6. I think that it is awesome that they were able to buy the Apple-1 so that they could place it in a museum. I think that, that is an important piece of technological history, so kudos to them. However, I would never personally buy a computer like that. It only has how many gigabytes of memory? Oh, that’s right, it doesn’t even go into gigabytes, it only has 4 kilobytes of memory. Again I say, hooray for history, but no thank you for me.

  7. I would definitely pay for older computers. These older computers really do show us how it was like back in the day, especially when put into comparison of what would be a standard computer today. We’ve been able to compress the power of a couple thousand computers that would take up whole desks to fill, down into a computer that fits into the palm of our hand. But I’m all for preserving such artifacts because without them, computing wouldn’t be where it is today.

  8. I would pay up to $1000 if I had it to toss around, depending on how old it is. I believe things like this should actually just be recycled, why hold on to technology that can’t even be enjoyed anymore. Put it in a museaum but I don’t get what the appeal of owning a piece of history is. I guess you could just sell it again once it’s worth more and in that case it’s a good investment.

  9. I would never spend a lot of money for an old computer. I understand that with it being that old it is very valuable but I just could not see myself buying old things.

  10. To me that makes a lot of since. Then again, I used to work for Apple. If I had that type of money, I could see purchasing something like that. If it was the first Apple computer, that is a big part of our technological history.

  11. It is good to see that the apple 1’s still exist. I know they are an expensive artifact, but I didn’t thing they were nearly a million dollar artifacts. Personally, I would never invest in one, because I am not a collector. If I am going to buy something it is going to be benefiting me. Not just sitting in a glass case just being useless. You could build a very extreme gaming pc that is 1/100th of the cost and 20 billion times faster.

  12. I cannot understand why and how things like this go for such a high price. It is just junk to me really. But there are people with the money, and thus a market for it. I wish them all the best!

    • It has become a collector’s item. With its age and history, it has added value. That is why people are getting it. Those with deep pockets can get them though. I too have no desire to get older computers unless I have the hobby of collecting historical computers…which I do not have.

  13. Its definitely a long stretch to buy a piece of ancient hardware from the late 70’s but i can see how somebody with that kind of money would appreciate the product. It is, afterall, a piece of history.

  14. Wow…that is a lot of money. As some other people have pointed out, almost a million for a display piece seems excessive. I guess some people can just put a high value on preserving history. What would be really cool would be if the museum had the computer running and you could see how some of the old programs ran, but I doubt that would be the case. I’m sure they don’t want to run an almost 40 year old, $1 million dollar computer and have it wear out. Well, I guess I’m glad one of these systems are being preserved, and I’m really glad it’s not my money,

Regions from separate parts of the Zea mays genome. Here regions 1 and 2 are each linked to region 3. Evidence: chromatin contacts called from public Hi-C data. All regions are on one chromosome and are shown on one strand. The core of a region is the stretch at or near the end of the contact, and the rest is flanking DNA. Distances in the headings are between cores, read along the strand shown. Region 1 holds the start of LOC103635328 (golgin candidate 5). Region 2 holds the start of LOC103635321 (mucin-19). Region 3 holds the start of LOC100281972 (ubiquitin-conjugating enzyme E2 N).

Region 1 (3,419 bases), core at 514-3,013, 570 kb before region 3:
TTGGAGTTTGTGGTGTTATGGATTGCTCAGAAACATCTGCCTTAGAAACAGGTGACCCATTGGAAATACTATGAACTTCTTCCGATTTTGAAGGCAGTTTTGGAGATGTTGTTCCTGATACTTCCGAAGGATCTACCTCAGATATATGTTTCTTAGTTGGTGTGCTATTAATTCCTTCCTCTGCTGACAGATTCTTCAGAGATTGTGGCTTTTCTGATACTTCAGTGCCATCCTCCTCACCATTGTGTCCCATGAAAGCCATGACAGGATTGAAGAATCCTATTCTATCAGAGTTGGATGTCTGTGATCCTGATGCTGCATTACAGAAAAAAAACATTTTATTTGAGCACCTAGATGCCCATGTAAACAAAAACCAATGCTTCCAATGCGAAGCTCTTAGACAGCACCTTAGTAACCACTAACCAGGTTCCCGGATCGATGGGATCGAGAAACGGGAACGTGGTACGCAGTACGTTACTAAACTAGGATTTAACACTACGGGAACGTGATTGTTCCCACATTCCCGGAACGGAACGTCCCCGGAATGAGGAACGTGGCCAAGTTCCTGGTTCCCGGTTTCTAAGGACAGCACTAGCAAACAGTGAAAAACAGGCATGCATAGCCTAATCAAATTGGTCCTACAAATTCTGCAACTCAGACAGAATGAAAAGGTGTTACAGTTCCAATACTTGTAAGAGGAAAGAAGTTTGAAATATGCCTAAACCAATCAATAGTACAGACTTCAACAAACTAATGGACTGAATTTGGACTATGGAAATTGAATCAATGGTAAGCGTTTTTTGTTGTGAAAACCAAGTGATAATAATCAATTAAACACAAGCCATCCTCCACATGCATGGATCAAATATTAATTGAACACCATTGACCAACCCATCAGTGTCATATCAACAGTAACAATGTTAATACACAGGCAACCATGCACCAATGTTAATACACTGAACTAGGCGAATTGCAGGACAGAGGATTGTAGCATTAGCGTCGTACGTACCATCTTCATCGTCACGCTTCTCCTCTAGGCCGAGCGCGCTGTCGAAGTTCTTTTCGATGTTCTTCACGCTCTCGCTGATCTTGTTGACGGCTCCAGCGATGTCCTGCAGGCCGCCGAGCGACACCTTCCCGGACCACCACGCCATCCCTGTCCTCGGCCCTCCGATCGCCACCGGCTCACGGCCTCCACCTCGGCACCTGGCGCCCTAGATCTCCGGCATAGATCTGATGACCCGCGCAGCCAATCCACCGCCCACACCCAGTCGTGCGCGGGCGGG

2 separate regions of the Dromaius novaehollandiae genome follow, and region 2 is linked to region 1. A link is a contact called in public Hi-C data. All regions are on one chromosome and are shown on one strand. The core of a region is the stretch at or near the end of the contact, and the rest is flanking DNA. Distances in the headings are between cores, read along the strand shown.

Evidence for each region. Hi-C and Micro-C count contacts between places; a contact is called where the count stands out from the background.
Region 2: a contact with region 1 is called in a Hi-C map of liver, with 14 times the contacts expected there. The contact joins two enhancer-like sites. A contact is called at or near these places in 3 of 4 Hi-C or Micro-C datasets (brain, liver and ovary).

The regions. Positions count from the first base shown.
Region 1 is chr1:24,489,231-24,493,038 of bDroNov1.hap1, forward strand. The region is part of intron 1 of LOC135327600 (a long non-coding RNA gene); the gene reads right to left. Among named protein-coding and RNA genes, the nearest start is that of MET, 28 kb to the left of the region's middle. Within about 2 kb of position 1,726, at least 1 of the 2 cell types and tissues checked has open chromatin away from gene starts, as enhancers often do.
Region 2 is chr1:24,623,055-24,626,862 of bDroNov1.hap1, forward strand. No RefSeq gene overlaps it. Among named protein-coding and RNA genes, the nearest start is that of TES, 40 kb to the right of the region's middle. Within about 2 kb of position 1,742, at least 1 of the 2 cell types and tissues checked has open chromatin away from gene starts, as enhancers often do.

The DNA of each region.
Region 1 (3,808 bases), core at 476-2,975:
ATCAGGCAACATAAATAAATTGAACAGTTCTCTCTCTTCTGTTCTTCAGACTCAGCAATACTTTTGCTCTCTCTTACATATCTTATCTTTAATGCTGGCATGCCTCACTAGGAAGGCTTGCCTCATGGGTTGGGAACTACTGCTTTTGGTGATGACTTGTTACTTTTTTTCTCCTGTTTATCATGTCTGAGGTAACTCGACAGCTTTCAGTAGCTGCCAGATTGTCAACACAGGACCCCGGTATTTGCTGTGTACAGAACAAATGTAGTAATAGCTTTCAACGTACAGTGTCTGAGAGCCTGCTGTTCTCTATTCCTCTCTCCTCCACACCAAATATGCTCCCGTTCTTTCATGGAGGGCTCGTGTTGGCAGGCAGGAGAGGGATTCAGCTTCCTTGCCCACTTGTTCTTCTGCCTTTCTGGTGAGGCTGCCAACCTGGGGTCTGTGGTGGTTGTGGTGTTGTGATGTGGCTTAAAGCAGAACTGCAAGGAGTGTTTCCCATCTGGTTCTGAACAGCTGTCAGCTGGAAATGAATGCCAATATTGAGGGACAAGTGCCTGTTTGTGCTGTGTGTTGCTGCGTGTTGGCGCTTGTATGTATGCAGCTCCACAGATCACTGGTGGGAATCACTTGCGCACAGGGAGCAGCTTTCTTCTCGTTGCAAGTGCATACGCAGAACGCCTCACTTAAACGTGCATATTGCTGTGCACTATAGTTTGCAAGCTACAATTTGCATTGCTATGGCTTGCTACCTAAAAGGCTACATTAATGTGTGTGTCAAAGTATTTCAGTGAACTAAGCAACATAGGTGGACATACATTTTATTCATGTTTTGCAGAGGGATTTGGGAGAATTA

15. Very interesting. If I had a lot of money, I would definitely buy one of Apple’s original computers. This is major history here. Computers totally revolutionized our world. I can also just imagine how much it will be worth 500 years from now. I of course wouldn’t benefit much from it, but my future generations would. It’d be nice to know that I’m leaving behind a huge part of American history to them.

  16. Interesting how limited supply works, isn’t it? There are so few of these that the price skyrockets because of scarcity.
    Admittedly, there’s more to it than that and the machine has a great deal of historical value – it’s obviously not being sold to be used but for exhibition purposes, so I can see why the price is so steep.

    Nobody would really bat an eyelash if a Picasso were to be sold for millions of dollars, yet a Picasso has no real “use”, and its aesthetic value is subjective. It seems to me like its price would primarily come from the historical and artistic importance of Picasso, so why should a historically important piece of engineering be treated differently?

  17. $905,000 is insane! Well, it’s arguably the most iconic computer brand out there, but definitely not the best performance.

    The advancement of processing speed is astounding, it’s amazing how much you can you pack into a silicone chip.

  18. I wonder how long it would take for someone who does not work in IT to crowdfund that sort of money for that sort of purpose. I have been getting a lot of reliable stories about how crowdfunding is not only a helpful way, but sometimes the only available way to reach a goal. The price is right, I guess, since there was a buyer.

  19. That’s absolutely way too much money to spend! People have such a crazy idealized view of this nostalgic junk. I love Apple probably a lot more than most people but paying that much for something that a few years later people carve out for fishtanks is nuts.

  20. The last paragraph speaks to me. I think we are approaching the limits of silicon. I am seeing the trend towards Quantum Computers in the near future. I wonder how many times that will multiply the capabilities of a computer when that happens.